Safety of Five Tuina Manipulations in Rats with Deep Vein Thrombosis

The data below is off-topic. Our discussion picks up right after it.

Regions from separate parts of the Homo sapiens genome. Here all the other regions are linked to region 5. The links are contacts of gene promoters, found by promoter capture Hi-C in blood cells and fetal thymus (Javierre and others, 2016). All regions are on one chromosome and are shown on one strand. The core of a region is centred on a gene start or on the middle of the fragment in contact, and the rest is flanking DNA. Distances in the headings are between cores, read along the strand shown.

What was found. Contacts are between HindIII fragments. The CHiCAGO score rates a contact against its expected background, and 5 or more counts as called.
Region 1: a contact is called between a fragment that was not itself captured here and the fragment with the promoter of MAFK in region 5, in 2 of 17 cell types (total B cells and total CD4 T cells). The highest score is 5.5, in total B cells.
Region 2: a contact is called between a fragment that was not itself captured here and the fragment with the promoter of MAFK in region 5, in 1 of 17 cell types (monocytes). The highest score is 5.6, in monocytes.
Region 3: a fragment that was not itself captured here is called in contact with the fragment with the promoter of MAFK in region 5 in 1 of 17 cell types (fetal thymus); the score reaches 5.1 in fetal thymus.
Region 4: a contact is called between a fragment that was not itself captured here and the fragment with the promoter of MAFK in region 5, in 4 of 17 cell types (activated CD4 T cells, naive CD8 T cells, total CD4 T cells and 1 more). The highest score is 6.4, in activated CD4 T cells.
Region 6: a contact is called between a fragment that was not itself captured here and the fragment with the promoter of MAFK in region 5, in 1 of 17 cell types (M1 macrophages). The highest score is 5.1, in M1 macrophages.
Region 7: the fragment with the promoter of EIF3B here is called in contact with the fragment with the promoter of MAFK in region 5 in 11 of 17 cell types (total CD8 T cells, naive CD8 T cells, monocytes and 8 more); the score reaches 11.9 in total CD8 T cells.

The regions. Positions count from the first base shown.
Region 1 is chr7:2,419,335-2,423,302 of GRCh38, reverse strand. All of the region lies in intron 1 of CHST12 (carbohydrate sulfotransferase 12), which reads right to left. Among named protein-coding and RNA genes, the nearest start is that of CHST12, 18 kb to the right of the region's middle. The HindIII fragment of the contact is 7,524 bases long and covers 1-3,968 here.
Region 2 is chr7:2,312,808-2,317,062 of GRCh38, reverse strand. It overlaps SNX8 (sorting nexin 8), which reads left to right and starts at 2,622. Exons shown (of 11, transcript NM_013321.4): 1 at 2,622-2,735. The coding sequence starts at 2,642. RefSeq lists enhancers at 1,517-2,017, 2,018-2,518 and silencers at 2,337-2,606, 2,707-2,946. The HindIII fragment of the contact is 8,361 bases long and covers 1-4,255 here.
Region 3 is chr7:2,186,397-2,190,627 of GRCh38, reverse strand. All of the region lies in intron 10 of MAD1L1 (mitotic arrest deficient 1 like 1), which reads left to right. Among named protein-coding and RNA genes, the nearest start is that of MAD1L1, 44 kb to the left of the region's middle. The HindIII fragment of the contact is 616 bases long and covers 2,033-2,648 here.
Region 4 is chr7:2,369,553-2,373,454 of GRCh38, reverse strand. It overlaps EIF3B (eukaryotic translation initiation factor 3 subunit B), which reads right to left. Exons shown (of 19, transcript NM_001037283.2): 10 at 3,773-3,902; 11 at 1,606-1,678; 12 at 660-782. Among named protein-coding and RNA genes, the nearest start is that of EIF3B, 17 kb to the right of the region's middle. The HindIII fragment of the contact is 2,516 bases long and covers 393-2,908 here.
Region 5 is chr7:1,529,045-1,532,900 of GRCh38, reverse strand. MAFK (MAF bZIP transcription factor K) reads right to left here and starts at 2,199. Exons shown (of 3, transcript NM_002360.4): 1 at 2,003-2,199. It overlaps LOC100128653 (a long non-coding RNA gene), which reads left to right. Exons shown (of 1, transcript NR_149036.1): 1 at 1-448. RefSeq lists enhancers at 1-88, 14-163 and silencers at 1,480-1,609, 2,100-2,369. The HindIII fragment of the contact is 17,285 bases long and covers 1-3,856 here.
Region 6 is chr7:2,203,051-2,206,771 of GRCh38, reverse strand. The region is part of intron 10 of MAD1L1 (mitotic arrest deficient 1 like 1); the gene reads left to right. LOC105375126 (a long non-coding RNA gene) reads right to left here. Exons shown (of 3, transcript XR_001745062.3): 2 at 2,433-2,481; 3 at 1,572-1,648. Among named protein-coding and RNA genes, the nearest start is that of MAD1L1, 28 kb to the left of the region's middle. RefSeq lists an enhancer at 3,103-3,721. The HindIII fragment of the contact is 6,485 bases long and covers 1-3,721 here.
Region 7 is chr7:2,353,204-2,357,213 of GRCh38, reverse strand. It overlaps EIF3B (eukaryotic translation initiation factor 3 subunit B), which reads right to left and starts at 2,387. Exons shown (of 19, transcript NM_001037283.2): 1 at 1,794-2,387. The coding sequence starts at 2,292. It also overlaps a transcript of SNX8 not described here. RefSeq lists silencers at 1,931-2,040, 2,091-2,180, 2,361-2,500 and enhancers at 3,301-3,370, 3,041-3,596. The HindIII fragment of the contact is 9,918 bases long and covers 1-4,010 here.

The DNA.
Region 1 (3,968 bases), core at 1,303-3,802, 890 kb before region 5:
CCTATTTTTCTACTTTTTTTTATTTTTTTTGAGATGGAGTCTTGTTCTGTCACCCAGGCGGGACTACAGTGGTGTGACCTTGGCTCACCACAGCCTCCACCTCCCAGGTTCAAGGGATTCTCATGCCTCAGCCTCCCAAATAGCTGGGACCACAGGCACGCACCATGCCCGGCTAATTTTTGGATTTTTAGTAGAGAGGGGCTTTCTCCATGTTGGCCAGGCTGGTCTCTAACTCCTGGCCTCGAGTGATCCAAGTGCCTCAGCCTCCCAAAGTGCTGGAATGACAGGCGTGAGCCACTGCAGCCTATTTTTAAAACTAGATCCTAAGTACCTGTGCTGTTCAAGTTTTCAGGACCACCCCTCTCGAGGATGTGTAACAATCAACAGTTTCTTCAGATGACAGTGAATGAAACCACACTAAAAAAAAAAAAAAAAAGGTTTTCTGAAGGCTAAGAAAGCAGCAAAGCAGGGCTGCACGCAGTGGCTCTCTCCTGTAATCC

Objective. To study the effects of five tuina manipulations in rats with deep vein thrombosis (DVT) and to explore how to safely perform tuina in the treatment of thrombotic diseases. Methods. Seventy-two male Sprague-Dawley (SD) rats were randomly divided into the model, pointing manipulation, plucking manipulation, kneading manipulation, pushing manipulation, and pulling manipulation groups (n = 12). DVT model was established by incomplete ligation. The tuina intervention was started on the next day after modeling and applied once a day 10 times by the manipulation simulators. On the 3rd and 10th days after intervention, respectively, the effects of tuina on thrombosis were evaluated based on thrombus elasticity, blood coagulation, fibrinolytic function and blood rheology with the ultrasound elastography, four coagulation tests, enzyme linked immunosorbent assay (ELISA), and hemorheology tests. Results. In the pointing manipulation group, the strain rate ratio, 6-ketoprostaglandin F1α (6-Keto-PGF1α), and high shear rate were decreased, and the thromboxane B2 (TXB2) content was increased (). In the plucking manipulation group, the D-dimer and 6-Keto-PGF1α contents were increased, prothrombin time (PT) was shortened, and activated partial thromboplastin time (APTT) was activated, and the high shear rate and plasma viscosity were decreased (). In the kneading manipulation group, APTT was shortened, and 6-Keto-PGF1α, high shear rate, and plasma viscosity were decreased (). In the pushing manipulation group, the strain rate ratio, low shear rate, and high shear rate were all decreased (). In the pulling manipulation group, both the strain rate ratio and the low shear rate were decreased (). The 6-Keto-PGF1α changes on the 3rd and 10th days after intervention were opposite in the pushing manipulation group and the pulling manipulation group (). Conclusion. The pointing, pushing, and pulling manipulations seem to be safe in the early period of thrombosis, but the risk is likely to be elevated as the treatment course of intervention increases. The plucking and kneading manipulations potentially have certain risks in the treatment of DVT in rats.